Toni Gravelle was appointed Managing Director of the Financial Markets Department (FMD), effective 19 May 2015. In this capacity, he is responsible for policy formulation and execution of the Bank’s financial market activities as they relate to monetary policy implementation and financial system liquidity. Mr. Gravelle also oversees domestic debt and foreign reserve operations on behalf of the Government of Canada. These activities—along with a range of research, analysis and policy advice related to domestic and international financial markets—contribute to the Bank’s monetary policy mandate and its role in the promotion of financial system stability and efficiency.
Mr. Gravelle returned to the Bank at the time of his appointment following a secondment to the Department of Finance where he was General Director, Financial Sector Policy Branch. He first joined the Bank in 1996 as an analyst and went on to hold various positions within FMD, including Assistant Director. In 2008, he was appointed Deputy Managing Director of the Financial Stability Department, a position he held until he was seconded to Finance in 2013.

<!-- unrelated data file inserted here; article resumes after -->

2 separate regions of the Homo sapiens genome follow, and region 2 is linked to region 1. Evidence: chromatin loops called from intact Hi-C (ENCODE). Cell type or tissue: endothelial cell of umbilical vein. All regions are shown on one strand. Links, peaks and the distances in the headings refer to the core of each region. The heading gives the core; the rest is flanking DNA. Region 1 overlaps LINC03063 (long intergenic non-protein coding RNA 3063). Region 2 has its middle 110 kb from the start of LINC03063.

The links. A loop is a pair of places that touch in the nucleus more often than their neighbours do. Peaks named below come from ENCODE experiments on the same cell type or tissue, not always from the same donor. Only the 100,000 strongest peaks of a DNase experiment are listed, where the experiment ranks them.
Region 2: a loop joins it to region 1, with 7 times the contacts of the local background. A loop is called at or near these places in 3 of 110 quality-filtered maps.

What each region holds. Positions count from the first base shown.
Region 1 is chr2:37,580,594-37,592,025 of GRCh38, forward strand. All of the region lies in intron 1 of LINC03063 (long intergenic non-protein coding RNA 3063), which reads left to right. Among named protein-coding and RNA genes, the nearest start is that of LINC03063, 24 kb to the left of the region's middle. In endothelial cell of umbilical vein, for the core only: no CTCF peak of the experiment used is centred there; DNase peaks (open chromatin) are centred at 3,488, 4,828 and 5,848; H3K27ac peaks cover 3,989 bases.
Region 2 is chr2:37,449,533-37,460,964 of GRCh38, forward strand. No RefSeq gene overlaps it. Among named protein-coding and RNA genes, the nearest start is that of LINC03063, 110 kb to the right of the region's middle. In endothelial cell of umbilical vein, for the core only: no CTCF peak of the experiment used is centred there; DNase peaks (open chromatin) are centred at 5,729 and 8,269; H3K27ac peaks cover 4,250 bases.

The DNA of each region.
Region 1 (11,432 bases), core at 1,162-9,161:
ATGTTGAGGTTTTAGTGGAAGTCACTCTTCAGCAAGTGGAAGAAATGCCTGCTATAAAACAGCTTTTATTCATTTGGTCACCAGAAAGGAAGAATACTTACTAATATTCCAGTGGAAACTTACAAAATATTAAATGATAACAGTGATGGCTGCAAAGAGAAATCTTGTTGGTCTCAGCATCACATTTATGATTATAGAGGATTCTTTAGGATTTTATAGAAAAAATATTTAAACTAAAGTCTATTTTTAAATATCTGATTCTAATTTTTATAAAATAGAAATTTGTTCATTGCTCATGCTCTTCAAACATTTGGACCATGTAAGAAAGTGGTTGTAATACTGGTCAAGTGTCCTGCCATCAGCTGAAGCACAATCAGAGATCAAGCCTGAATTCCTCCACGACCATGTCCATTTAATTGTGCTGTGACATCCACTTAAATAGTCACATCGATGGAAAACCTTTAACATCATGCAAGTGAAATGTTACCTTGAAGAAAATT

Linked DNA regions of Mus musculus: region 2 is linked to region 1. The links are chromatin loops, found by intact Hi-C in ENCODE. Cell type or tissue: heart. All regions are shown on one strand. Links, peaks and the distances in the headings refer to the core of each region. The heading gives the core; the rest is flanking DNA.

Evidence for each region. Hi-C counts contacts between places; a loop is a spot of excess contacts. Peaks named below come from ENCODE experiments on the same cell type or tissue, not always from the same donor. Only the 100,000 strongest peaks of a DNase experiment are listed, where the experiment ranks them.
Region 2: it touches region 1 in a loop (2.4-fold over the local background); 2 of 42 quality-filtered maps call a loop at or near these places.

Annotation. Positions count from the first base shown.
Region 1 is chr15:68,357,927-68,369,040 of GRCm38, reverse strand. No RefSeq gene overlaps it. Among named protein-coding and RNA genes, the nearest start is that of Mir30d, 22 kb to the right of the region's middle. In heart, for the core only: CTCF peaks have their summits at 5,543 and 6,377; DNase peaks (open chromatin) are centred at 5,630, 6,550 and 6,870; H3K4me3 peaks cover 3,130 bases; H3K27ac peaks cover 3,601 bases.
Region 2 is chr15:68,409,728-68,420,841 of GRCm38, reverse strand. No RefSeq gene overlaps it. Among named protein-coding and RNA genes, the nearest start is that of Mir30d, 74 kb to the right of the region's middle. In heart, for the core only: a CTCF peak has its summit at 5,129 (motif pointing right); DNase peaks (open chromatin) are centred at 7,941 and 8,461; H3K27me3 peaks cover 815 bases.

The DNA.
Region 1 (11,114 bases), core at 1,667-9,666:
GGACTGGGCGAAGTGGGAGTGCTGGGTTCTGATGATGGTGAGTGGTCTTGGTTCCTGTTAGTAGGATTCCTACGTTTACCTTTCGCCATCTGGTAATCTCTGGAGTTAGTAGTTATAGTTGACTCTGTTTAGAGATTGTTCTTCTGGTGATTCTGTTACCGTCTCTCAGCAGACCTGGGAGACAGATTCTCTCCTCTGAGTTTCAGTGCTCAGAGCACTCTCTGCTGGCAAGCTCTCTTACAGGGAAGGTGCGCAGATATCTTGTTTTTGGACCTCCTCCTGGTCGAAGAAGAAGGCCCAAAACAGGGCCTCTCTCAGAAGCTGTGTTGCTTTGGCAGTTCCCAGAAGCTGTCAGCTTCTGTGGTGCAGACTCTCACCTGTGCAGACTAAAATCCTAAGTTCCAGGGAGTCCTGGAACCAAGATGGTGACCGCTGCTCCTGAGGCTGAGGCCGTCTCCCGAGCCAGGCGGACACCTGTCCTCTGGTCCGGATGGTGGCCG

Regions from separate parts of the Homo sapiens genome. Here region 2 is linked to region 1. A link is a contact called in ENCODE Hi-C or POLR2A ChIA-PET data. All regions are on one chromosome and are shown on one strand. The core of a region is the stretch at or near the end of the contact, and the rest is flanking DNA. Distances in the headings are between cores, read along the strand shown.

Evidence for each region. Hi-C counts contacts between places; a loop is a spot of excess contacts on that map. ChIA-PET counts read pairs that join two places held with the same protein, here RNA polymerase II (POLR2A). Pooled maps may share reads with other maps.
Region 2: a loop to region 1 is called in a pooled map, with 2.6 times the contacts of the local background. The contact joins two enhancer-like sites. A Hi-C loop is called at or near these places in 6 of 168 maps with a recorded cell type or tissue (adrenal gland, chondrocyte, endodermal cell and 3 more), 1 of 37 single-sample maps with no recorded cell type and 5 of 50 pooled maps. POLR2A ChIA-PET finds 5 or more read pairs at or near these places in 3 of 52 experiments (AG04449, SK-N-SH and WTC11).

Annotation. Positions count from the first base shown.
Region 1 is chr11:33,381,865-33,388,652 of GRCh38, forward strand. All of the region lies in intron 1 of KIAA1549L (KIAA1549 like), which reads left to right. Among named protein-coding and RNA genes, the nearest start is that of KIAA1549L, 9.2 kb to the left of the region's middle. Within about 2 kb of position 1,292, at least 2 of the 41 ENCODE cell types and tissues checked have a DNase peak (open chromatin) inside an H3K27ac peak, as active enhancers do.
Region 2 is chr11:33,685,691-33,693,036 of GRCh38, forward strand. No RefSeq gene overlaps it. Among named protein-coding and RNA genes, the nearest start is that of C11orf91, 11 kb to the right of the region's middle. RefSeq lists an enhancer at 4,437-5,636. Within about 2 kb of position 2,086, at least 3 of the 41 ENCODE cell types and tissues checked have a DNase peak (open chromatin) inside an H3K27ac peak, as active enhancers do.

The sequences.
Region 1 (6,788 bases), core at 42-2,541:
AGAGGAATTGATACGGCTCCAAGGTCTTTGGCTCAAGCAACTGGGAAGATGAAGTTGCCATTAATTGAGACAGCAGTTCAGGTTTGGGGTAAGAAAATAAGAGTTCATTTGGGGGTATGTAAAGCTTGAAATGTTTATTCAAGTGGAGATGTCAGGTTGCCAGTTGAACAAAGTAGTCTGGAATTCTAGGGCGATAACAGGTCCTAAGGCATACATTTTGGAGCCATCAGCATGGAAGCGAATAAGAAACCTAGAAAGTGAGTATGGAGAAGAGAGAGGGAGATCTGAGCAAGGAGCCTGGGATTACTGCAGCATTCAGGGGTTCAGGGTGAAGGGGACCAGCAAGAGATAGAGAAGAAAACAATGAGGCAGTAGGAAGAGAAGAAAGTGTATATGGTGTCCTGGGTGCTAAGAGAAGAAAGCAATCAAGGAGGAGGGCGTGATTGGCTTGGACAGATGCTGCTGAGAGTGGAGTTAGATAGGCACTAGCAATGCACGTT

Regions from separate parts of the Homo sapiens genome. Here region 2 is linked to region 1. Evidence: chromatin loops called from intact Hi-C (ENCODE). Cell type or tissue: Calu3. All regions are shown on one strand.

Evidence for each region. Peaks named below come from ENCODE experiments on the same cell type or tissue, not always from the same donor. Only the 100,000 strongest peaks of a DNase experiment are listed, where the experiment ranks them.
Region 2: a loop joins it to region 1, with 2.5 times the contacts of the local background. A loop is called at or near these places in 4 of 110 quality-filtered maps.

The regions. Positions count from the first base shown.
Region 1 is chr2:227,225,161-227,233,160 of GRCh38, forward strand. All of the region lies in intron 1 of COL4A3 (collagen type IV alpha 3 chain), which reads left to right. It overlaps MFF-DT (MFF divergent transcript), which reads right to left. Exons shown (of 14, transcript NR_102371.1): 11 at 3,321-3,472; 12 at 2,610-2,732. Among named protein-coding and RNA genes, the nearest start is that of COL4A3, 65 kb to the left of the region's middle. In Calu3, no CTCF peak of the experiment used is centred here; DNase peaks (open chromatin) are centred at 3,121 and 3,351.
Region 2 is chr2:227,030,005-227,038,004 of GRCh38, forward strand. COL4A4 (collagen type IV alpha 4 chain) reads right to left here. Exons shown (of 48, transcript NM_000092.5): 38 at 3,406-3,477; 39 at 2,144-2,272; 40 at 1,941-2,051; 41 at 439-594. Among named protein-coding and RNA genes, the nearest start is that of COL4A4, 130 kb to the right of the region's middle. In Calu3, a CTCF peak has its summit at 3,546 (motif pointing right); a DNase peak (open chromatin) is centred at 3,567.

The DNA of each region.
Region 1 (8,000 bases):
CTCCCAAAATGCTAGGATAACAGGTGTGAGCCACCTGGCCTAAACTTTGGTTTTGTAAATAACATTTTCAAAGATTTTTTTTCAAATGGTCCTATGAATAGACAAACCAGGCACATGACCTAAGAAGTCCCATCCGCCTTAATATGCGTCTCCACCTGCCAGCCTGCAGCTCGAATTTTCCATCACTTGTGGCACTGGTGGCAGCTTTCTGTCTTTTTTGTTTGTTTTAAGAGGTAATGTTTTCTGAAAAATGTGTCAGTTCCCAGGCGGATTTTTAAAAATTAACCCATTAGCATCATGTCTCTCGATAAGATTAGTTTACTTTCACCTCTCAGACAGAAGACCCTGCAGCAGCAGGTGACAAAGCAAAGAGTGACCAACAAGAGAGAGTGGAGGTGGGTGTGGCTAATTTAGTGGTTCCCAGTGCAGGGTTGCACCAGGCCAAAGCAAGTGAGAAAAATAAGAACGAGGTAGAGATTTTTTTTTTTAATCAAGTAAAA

Mr. Gravelle brings to his current role deep expertise in financial stability and markets, as well as a record of contributions to international financial reform. In addition to his extensive experience in financial sector policy and research at the Bank, he was an economist at the International Monetary Fund (IMF) from 2002 to 2005, participating in the financial system stability assessments of France and Senegal and contributing to the IMF’s semi-annual Global Financial Stability Report.
Mr. Gravelle was born in North Bay, Ontario, and holds a Ph.D. in Economics from Western University.
In this paper, we define a financial institution’s contribution to financial systemic risk as the increase in financial systemic risk conditional on the crash of the financial institution. The higher the contribution is, the more systemically important is the institution for the system.
To investigate the extent to which the transparency of the Bank of Canada's monetary policy has improved, the authors examine empirically – over the period 30 October 2000 to 31 May 2007 – the reaction of Canadian financial markets to official Bank communications, and in particular their reaction to the recent inclusion of forward-looking policy-rate guidance in these communications.